The Supreme Court’s verdict protecting the right to privacy as a fundamental right is a momentous development, for it promises much-needed course correction on governce overreach. It sets to rest serious concerns about the path State power in India has been taking vis-a-vis informatiol privacy of citizens. First things first, the 9-member SC constitutiol bench is unimous that privacy is a fundamental right — ‘protected as an intrinsic part of the right to life and persol liberty under Article 21 and as a part of the freedoms guaranteed by Part III of the Constitution’. However, four judges including Chief Justice JS Khehar also made it clear that like the other fundamental rights, the right to privacy ‘is not an absolute right’. Speaking for the NDA government, Union Law Minister Ravi Shankar Prasad has seized on this point, reiterating that the right to privacy is not absolute, that it is subject to ‘reasoble restrictions as applicable’ to the right to liberty, freedom and free speech. This sounds very well, but what position did the government actually take before the apex court? It comes out clearly from the judgment written by Justice DY Chandrachud on behalf of 4 judges including the CJI, where he has observed that the government’s position that there is no fundamental right to privacy, that it is a mere common law right — ‘betrays lack of understanding of the constitutiol position’ as to why some rights were protected in the first place as fundamental rights. “The Attorney General argued before us that the right to privacy must be forsaken in the interest of welfare entitlements provided by the State. In our view, the submission that the right to privacy is an elitist construct which stands apart from the needs and aspirations of the large majority constituting the rest of society, is unsustaible,” it was observed.
After this strong takedown of the government’s position, the SC judges made two points absolutely clear. Firstly, that the Indian Constitution places the individual ‘at the forefront of its focus’, guaranteeing civil and political rights in Part III (under Fundamental Rights) and embodying their aspiration to achieve socio-economic rights in Part IV (under Directive Principles). Secondly, the judges said civil and political rights ‘are not antagonistic’ to socio-economic rights, that in fact they ‘are complementary and not mutually exclusive’. “The refrain that the poor need no civil and political rights and are concerned only with economic well-being has been utilised though history to wreak the most egregious violations of human rights,” the judges added for good measure. In this context, it has to be remembered that this landmark case arose over the challenge to the validity of Aadhaar scheme on the ground that it violates the right to privacy. Misgivings have been expressed that the 12-digit Aadhaar card containing biometric details of ‘residents of India’ was being made de facto compulsory for an ever-growing number of uses. What was origilly envisaged as a means to identify beneficiaries of government welfare schemes, was being continually extended to all sorts of services like buying air or rail tickets and taking admission in educatiol institutions. Concerns have been aired that the government was actually putting in place a ‘surveillance State’ by collecting data of citizens and controlling that huge database for murky ends. And even the security of this database is not guaranteed either, with fears that it could be misused for commercial or offensive purpose as the huge servers storing this database are mostly located offshore.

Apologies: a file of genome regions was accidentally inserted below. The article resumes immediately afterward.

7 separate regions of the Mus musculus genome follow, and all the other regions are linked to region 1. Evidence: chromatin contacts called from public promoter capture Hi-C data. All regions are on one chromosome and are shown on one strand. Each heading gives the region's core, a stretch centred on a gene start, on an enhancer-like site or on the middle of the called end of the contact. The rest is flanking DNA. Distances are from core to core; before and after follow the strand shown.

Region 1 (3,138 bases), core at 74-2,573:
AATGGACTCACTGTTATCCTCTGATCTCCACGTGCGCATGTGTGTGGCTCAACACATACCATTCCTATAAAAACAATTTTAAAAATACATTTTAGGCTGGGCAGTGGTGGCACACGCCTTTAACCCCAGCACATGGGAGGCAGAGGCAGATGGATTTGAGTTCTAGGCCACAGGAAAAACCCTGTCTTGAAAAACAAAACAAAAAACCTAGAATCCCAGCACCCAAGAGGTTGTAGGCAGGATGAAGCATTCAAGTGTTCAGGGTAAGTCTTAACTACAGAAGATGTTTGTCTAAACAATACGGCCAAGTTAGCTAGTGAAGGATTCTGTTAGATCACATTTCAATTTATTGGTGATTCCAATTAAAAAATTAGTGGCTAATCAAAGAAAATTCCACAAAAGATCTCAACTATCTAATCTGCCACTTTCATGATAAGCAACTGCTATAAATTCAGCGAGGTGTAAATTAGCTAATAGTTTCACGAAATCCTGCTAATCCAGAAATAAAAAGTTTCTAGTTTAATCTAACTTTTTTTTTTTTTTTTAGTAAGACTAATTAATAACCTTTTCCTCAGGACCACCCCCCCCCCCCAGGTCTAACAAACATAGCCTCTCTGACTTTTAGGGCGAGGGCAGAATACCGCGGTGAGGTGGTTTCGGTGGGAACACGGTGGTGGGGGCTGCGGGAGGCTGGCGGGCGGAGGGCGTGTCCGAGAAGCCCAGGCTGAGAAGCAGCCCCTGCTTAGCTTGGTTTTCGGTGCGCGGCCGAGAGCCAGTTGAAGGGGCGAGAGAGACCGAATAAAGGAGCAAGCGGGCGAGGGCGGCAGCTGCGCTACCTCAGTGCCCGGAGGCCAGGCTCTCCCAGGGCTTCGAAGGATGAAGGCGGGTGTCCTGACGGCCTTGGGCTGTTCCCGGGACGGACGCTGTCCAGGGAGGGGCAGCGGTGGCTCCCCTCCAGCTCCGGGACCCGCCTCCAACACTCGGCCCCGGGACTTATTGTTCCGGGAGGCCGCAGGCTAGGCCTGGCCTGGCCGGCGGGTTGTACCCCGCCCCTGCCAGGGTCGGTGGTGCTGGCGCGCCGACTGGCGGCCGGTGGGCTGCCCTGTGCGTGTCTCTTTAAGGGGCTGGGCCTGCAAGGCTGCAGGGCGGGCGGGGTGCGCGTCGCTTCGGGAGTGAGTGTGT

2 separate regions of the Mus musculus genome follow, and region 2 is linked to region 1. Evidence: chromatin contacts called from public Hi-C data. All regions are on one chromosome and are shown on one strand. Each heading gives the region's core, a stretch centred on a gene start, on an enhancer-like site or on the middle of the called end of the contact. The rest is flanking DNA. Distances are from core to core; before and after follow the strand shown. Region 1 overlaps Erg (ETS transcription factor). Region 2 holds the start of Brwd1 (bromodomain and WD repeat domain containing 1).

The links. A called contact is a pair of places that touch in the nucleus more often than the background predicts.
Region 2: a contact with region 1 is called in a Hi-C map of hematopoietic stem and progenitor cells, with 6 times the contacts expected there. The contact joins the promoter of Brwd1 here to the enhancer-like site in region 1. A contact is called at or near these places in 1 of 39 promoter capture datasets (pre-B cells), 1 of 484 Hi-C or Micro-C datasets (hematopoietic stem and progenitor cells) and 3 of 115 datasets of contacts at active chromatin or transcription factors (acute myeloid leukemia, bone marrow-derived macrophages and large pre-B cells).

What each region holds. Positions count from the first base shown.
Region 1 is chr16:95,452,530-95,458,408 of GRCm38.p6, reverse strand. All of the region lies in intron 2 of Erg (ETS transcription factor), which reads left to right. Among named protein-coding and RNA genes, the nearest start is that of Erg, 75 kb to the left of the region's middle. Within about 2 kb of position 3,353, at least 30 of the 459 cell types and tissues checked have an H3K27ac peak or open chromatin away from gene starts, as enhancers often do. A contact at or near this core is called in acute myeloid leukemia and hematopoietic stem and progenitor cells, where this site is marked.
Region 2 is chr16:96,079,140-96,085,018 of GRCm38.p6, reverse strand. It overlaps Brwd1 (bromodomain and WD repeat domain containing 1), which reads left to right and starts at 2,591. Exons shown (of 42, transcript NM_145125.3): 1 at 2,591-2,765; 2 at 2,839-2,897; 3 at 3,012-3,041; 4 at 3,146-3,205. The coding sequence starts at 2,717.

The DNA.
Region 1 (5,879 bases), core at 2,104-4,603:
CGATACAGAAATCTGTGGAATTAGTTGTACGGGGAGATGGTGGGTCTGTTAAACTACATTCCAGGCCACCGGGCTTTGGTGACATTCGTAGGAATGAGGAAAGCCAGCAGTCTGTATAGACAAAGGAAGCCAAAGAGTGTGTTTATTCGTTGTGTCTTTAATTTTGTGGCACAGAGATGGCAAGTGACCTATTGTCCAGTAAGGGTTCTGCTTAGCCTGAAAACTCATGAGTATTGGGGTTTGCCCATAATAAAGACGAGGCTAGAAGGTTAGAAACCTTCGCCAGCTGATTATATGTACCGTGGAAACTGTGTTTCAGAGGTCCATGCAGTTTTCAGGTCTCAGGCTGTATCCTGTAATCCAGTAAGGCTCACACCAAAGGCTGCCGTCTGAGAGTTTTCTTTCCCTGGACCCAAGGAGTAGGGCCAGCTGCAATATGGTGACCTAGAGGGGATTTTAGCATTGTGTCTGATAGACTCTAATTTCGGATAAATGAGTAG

Dealing with the question of informatiol privacy, the SC judges observed that while the State may have justifiable reasons for collection and storage of data, it has to be used for ‘legitimate purposes’ like prevention and investigation of crime and protection of revenue. But this must not be done in uuthorised manner with ‘extraneous purpose’, and that privacy concerns must be protected in an information age posing dangers “not only from the State but from non-State actors as well”. Reacting to the SC judges’ suggestion that the Union government put in place a robust regime for data protection, the Law Minister has said that a committee for data protection has already been constituted and a data protection bill is in the offing. While batting for the Aadhaar scheme which has been linked to mobile phone numbers, bank accounts and PAN cards, the Law Minister has pointed out that with poor beneficiaries getting subsidies directly in their accounts, the government has saved about Rs 57,000 crore over the last 3 years — which would otherwise have been pocketed by middle-men. He has also countered Congress allegations of ‘fascist forces’ encroaching into privacy of citizens through digital surveillance, by pointing out that while it was the UPA regime that had sought data under Aadhaar, it was the NDA that had ected the law after coming to power. In the coming days, there will be more political war of words over the SC verdict on privacy. But common citizens will draw comfort from its definition of privacy as a freedom that represents the ‘core of human persolity’, that it gives each individual the right to make choices and take decisions on matters ‘intimate and persol’.